The RESTAURANTS Act of 2021 is modeled after legislation introduced last Congress. The proposal would create a $120 billion Restaurant Revitalization Fund to provide relief to food service or drinking establishments that are part of a group of up to 20 facilities. Business operators could apply for grants of up to $10 million to cover eligible expenses retroactively to February 15, 2020, and ending eight months after the legislation is signed into law.
Grants could be used to support payroll, benefits, mortgage, rent, utilities, building maintenance and construction of outdoor facilities, supplies (including protective equipment and cleaning materials), food, operational expenses, paid sick leave, debt obligations to suppliers, and other essential expenses.
Provisions Of The Legislation
The legislation includes several new provisions to help restaurants and their employees and ensure the integrity of the program. These provisions would:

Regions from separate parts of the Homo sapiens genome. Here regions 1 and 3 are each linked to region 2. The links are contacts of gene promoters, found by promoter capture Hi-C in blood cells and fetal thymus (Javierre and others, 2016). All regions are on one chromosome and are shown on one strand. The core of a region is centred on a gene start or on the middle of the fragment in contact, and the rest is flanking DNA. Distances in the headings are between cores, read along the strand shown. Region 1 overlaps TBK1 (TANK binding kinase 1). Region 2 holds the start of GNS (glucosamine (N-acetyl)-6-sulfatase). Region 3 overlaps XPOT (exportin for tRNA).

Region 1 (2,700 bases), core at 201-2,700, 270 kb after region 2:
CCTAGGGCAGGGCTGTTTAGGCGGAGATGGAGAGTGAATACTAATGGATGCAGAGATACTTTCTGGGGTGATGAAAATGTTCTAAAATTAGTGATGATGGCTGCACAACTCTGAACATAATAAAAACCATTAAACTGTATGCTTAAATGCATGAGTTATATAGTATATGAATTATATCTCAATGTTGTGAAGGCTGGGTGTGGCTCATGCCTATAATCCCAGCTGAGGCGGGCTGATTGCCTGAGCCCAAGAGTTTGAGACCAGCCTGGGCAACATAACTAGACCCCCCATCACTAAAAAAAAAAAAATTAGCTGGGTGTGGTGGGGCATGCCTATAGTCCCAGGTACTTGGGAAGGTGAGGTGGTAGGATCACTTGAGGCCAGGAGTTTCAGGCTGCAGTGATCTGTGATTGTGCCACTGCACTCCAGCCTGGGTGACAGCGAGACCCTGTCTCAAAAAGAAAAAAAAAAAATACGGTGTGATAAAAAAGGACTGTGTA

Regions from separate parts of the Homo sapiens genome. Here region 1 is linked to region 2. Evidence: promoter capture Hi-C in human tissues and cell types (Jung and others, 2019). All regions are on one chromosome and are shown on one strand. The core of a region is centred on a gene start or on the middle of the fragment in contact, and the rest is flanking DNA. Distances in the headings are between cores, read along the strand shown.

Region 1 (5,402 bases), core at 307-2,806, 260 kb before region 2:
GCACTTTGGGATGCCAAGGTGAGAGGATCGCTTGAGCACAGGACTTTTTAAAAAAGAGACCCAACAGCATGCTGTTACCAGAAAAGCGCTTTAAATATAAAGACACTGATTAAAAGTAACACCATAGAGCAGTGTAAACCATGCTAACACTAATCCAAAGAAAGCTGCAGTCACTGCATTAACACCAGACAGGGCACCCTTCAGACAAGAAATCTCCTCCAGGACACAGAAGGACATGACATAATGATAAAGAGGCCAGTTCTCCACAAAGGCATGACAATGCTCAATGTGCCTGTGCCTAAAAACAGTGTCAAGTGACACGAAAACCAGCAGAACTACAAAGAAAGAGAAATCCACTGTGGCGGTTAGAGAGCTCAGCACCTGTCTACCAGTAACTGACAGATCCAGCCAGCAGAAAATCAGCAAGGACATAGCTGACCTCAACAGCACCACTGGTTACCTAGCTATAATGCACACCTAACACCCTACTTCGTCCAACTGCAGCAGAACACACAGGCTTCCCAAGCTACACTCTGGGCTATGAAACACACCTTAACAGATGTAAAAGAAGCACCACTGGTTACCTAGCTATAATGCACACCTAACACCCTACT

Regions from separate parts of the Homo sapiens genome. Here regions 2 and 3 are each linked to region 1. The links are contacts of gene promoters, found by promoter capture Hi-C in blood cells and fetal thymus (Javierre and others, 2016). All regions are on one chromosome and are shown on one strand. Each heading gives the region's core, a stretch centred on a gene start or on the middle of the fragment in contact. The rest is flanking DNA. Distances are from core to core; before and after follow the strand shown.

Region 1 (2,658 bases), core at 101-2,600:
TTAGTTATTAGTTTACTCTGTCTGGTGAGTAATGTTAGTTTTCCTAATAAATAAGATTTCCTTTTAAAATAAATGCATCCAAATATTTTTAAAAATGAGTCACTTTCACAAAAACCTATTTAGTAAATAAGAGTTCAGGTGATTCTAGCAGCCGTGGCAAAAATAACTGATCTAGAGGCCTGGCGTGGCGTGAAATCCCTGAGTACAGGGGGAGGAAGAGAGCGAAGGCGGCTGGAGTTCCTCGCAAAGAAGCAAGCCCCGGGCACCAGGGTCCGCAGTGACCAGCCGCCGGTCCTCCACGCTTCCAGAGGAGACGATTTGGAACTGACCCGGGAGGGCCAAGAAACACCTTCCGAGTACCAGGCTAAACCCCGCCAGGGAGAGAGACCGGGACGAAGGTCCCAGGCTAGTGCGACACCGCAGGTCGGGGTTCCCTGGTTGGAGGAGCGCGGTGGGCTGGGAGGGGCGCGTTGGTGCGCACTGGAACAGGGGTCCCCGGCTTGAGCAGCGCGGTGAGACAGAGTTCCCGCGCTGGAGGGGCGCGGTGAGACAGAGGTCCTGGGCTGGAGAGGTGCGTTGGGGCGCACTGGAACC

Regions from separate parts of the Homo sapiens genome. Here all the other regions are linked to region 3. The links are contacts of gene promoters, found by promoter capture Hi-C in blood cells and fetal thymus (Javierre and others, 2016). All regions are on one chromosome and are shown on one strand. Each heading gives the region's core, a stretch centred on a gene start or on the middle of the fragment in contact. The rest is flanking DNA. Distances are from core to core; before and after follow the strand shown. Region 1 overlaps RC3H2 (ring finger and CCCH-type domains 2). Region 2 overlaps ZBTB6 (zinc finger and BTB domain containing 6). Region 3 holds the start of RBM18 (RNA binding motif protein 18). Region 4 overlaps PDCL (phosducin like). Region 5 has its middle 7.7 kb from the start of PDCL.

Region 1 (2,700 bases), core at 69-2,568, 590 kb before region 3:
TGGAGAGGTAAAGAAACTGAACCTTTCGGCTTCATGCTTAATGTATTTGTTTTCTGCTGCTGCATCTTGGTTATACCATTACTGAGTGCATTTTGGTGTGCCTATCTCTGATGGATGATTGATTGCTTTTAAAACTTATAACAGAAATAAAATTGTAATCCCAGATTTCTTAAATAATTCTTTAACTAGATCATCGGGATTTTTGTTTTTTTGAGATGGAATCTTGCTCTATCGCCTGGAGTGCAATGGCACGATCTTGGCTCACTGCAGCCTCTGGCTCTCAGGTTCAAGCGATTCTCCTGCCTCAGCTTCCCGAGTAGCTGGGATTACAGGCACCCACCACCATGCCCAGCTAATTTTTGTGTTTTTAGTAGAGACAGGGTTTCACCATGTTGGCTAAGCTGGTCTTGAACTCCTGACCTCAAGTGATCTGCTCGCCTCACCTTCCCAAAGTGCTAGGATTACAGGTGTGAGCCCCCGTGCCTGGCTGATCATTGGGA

- Update the award calculation based on annual loss from calendar year 2020 rather than quarterly.
- Provide grant eligibility for new restaurants that opened after January 1, 2020.
- Provide paid sick leave as an eligible expense for employees and provide a bonus amount to cover the cost of voluntarily providing 10 days of sick leave to employees.
- Provide the Treasury the discretion to help reduce waste, fraud, and abuse.
- Impose reporting obligations on the Department of the Treasury to share who gets loans and demographic information about the recipients.
- Ensure that restaurants can use both the Employee Retention Tax Credit and the RESTAURANTS Act grant program, so long as they are not used for the same expenses.